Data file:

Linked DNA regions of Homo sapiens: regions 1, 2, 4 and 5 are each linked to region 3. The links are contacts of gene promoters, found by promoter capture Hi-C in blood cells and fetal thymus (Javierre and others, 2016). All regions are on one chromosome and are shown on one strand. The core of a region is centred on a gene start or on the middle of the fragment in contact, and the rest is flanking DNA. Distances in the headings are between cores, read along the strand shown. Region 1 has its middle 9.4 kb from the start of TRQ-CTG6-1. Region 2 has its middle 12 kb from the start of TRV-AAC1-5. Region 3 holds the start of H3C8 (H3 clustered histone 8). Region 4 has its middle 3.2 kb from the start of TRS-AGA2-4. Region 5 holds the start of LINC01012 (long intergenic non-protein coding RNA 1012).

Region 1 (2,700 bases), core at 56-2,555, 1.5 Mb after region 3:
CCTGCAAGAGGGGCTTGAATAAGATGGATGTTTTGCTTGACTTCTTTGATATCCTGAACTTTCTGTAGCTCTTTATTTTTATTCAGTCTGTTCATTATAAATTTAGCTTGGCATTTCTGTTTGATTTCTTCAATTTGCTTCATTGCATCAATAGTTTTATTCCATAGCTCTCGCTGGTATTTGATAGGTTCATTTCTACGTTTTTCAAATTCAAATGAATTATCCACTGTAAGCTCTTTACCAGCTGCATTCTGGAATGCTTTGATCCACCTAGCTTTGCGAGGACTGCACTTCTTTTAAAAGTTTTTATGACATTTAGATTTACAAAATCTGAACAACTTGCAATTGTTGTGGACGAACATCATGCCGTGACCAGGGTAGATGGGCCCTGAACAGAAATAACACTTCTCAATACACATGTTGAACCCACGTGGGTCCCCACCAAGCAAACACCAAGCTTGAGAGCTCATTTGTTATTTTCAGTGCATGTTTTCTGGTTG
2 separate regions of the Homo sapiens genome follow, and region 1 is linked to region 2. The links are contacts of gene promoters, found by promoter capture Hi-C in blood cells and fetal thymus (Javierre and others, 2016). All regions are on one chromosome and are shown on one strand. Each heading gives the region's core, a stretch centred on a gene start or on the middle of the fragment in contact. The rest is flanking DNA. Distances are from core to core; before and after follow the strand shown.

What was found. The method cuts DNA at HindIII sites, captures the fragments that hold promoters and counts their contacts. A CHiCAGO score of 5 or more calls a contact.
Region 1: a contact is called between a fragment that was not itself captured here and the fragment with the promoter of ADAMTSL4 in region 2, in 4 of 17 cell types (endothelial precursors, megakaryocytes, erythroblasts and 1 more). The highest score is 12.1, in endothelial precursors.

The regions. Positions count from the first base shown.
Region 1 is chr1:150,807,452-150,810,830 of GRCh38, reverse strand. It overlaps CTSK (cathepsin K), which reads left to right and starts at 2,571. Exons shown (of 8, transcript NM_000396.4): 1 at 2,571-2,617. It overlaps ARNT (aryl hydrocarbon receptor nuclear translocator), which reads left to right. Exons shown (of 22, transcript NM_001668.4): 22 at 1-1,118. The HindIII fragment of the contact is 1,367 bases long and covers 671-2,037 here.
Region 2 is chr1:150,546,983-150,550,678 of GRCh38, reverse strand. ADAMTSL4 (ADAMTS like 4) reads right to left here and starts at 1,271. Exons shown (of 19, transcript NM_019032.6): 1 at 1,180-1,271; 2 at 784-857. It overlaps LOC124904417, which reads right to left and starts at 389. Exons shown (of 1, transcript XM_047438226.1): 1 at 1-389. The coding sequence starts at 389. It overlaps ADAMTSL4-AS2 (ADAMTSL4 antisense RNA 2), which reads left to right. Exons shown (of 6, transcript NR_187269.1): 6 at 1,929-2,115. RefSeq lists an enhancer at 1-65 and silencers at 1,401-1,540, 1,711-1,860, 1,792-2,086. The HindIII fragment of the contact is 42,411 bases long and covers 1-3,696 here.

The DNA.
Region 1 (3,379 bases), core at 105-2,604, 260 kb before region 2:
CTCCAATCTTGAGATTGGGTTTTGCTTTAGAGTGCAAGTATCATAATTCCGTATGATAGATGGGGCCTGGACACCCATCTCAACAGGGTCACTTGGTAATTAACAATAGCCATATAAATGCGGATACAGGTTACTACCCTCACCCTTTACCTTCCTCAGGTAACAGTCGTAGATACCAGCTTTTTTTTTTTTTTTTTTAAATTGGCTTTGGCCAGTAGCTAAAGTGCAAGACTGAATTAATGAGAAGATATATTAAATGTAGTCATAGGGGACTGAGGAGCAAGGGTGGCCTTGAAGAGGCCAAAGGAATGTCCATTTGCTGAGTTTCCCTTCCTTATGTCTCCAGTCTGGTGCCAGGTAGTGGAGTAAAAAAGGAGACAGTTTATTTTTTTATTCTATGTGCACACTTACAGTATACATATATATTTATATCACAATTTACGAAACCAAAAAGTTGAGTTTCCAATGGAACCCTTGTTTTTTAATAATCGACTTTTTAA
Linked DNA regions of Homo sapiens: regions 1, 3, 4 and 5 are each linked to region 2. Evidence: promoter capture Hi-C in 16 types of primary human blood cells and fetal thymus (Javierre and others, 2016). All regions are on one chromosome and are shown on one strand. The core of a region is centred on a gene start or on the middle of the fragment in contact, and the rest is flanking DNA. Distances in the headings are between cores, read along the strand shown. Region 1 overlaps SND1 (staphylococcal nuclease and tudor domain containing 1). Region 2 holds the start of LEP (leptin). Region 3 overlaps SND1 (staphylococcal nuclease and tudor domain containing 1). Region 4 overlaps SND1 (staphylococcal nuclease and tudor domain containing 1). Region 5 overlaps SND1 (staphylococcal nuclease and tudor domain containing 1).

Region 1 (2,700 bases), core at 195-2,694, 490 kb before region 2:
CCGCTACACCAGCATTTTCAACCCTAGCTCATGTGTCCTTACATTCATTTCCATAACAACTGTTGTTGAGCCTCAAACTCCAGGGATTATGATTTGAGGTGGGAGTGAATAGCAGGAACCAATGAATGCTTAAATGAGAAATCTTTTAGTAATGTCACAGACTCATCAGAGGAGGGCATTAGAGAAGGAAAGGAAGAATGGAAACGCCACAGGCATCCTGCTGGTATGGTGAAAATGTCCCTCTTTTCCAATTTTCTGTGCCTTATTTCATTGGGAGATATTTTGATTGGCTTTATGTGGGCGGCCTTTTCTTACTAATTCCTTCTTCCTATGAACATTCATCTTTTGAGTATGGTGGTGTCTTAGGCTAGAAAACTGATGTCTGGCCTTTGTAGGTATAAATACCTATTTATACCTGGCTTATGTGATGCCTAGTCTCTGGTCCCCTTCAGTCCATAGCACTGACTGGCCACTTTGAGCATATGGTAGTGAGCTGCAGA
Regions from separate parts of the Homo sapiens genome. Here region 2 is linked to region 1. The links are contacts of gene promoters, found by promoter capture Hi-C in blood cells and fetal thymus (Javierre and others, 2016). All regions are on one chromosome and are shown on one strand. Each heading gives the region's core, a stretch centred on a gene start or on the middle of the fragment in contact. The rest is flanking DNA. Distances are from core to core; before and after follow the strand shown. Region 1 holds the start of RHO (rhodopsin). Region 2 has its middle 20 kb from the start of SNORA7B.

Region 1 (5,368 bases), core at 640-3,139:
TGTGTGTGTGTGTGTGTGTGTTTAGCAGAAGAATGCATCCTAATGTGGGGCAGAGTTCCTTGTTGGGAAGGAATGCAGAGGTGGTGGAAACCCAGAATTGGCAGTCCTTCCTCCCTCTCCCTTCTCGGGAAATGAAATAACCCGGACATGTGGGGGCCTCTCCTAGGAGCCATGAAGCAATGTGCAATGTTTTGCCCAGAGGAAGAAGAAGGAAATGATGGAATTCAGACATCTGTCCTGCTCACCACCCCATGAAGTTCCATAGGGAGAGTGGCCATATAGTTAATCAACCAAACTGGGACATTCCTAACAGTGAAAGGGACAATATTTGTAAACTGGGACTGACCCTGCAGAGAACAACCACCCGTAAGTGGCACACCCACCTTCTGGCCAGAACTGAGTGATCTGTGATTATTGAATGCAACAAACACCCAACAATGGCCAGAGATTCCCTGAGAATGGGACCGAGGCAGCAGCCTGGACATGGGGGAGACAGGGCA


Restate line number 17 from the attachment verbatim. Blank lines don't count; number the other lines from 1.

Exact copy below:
Region 1 (5,368 bases), core at 640-3,139: